Longitudinal patient follow-up is an extremely important aspect of oncology training. When possible, newly diagnosed patients are seen for follow-up care by the same fellow who initially evaluated them in the outpatient or the inpatient setting. During the first-year of the program, fellows have limited opportunities to see patients they initially managed due to the requirements of the inpatient services. However, the electronic medical record system allows fellows to track their patients regardless of their current rotation. During the last quarter of their first year of training, fellows identify a group of patients to become their formal continuity patients. During the second and third years of training, fellows manage their continuity patients with appropriate faculty support. The fellows closely monitor their patients’ course of treatment. Whenever possible, the fellow is involved in major decision-making related to their primary continuity patients.
Scholarship Oversight Committee
Each first year fellow is assigned a scholarship oversight committee (SOC) of four individuals who meet with the fellow early in the first year to provide guidance in their career development and selection of a research mentor. The SOC is comprised of a clinical mentor selected by the fellow, a junior faculty member, and two senior faculty members. At the conclusion of the first year, the SOC membership is revised to include the research mentor and additional experts in the fellow’s chosen research field.
Psychosocial Aspects of Pediatric Hematology-Oncology
Fellows receive training to address psychosocial issues in the care of children and adolescents with life-threatening illnesses. Working with an experienced attending physician in the day-to-day care of patients, fellows learn how to provide optimal psychosocial support to patients and their families. In addition, the service has a full-time psychologist who directs the Psychosocial Support Program and who provides support and advice to fellows. There are also organized multidisciplinary conferences on patient and family management issues, as well as a fellows’ seminar series that focuses on recognizing and dealing with the psychosocial aspects of care (see Fellows’ Seminar below).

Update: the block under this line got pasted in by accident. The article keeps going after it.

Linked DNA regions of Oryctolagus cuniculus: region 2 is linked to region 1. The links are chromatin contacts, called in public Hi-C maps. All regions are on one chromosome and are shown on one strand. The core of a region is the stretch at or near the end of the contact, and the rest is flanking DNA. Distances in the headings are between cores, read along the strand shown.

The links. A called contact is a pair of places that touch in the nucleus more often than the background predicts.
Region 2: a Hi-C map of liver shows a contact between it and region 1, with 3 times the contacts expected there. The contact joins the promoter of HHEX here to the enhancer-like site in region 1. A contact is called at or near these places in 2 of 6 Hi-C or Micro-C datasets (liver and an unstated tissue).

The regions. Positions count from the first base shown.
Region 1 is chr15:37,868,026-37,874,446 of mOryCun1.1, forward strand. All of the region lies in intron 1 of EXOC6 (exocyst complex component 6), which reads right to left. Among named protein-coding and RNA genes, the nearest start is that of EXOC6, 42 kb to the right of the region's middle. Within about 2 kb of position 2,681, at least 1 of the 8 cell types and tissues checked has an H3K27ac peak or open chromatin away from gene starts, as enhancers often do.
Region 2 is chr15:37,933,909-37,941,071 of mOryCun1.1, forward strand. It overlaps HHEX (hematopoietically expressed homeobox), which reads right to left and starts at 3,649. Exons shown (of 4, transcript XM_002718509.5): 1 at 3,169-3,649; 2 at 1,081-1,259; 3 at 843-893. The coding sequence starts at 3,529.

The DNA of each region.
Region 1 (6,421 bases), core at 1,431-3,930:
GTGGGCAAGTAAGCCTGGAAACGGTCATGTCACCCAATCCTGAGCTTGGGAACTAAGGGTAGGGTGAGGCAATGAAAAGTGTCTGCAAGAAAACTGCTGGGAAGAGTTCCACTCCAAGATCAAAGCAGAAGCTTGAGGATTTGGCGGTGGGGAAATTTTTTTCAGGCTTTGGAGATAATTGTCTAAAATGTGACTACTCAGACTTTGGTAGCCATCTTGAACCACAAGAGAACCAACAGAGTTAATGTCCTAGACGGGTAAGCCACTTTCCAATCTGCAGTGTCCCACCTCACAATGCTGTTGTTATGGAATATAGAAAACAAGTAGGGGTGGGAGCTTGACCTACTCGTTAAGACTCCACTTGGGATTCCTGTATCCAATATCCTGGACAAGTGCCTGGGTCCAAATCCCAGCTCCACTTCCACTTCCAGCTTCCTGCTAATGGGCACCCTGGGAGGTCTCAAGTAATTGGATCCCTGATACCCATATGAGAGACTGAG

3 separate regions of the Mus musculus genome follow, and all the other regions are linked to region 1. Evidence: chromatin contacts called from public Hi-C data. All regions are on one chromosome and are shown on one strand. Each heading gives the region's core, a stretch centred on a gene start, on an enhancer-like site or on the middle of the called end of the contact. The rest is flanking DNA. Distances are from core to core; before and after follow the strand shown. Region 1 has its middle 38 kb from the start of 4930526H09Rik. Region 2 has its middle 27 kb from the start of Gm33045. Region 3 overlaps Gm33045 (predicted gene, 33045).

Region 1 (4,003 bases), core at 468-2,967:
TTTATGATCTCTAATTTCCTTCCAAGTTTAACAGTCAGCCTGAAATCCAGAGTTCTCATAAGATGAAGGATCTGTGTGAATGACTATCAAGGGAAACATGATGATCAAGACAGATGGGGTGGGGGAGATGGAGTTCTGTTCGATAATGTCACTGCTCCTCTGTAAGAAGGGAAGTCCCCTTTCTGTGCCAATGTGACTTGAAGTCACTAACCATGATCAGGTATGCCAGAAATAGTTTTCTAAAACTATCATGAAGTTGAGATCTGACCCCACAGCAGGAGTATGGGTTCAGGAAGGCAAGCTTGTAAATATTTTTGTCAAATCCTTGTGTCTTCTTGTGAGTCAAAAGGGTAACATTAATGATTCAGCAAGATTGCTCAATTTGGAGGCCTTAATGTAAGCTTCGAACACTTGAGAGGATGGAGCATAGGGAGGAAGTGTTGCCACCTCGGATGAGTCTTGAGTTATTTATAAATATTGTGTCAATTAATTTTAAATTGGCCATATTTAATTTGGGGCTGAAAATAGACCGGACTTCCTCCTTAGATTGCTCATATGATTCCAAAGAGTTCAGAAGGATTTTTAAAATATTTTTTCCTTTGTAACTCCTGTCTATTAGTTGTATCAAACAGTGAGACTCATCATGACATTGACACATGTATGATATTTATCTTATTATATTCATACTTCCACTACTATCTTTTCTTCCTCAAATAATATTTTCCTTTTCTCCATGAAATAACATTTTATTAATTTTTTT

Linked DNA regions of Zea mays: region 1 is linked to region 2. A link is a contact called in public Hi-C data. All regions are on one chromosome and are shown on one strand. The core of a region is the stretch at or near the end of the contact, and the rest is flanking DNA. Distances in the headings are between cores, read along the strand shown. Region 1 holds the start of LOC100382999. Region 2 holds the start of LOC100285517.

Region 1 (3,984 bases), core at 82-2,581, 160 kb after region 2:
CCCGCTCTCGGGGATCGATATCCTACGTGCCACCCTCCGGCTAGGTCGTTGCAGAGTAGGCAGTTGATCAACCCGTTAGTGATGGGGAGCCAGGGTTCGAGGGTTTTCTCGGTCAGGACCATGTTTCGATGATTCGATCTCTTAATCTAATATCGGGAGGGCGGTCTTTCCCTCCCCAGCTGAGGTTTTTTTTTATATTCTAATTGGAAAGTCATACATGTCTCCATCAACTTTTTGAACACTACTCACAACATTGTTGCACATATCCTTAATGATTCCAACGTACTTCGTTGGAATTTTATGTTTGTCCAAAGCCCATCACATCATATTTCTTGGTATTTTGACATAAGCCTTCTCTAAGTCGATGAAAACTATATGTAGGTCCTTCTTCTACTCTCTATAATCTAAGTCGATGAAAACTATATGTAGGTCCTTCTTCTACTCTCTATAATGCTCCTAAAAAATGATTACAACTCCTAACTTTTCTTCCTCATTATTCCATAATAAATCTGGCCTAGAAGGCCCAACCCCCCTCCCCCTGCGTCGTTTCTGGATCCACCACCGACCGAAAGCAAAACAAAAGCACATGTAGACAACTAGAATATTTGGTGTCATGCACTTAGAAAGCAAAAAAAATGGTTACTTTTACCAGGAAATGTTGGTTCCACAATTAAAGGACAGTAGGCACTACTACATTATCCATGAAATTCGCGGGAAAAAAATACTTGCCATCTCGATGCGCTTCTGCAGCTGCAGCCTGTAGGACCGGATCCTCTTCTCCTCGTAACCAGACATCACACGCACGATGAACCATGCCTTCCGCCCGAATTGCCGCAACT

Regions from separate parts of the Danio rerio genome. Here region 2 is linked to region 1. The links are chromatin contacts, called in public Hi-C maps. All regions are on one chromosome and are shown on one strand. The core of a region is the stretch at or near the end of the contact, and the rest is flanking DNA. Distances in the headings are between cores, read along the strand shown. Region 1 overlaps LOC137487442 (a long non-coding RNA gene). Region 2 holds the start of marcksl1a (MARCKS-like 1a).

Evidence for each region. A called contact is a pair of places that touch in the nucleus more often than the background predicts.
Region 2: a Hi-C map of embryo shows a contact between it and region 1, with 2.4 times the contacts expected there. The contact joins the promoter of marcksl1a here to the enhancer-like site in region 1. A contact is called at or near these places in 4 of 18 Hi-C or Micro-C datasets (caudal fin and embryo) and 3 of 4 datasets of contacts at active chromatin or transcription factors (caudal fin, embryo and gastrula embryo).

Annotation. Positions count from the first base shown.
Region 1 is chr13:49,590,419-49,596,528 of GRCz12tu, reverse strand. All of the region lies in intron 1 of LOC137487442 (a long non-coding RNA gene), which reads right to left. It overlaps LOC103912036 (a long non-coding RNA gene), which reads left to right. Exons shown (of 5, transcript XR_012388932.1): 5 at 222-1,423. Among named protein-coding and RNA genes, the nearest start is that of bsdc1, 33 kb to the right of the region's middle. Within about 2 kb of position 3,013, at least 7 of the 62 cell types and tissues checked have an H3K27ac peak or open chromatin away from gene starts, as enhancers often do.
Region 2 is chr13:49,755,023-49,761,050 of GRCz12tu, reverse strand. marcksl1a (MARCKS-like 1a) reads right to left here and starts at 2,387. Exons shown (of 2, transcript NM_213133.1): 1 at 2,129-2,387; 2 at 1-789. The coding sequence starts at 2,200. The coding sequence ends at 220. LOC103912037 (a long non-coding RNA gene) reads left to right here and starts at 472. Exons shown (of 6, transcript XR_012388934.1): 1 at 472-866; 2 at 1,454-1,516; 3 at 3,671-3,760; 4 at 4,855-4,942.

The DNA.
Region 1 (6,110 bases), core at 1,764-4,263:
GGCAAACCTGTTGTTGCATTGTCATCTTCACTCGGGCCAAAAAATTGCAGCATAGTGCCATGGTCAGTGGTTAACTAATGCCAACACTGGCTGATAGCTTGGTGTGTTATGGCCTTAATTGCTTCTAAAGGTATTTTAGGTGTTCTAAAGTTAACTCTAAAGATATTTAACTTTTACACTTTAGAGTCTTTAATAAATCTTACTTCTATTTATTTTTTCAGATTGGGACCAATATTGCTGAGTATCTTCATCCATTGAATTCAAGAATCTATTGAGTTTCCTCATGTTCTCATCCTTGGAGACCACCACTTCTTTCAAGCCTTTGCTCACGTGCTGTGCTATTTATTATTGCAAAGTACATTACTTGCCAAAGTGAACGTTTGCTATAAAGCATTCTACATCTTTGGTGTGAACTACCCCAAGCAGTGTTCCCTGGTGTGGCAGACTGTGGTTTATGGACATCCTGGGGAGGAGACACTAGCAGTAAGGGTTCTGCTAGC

A prerequisite for success in an academic medical career is leadership ability. An academic physician is expected to guide the patient and family as they adapt to serious illness, supervise the health care team in the care of the patient, direct laboratory and clinical research efforts, teach trainees at all levels and, potentially, lead as the head of a program, department or institution. Leadership is taught implicitly, as in most programs, by a gradual increase in responsibility throughout the fellow’s training, and includes the opportunity for a fourth-year fellow to function as an attending.
Fellows are routinely invited to participate in formal faculty development activities (e.g.,workshops on grantsmanship, career planning). In addition, the program teaches leadership through a unique Fellows’ Seminar.
This twice-monthly seminar, required for the first-year fellows, and optional thereafter, focuses on reflective practice and leadership. Fellows are encouraged to discuss challenging circumstances they encounter in their care giving role.
The diverse topics include issues such as: the difficulty of dealing with a dying patient, the complexities of leading a health care team, and the strain of balancing the family demands with the commitments of an intense academic training program. Selected senior faculty facilitates discussions and frame thought-provoking questions. They may, at times, relate their own experiences as well. This method enhances fellows’ understanding of these complex issues and broadens their experience base through input from colleagues and mentors. There is a systematic effort to help fellows develop skills in analyzing situations and translating reflection into effective action as leaders in academic medicine.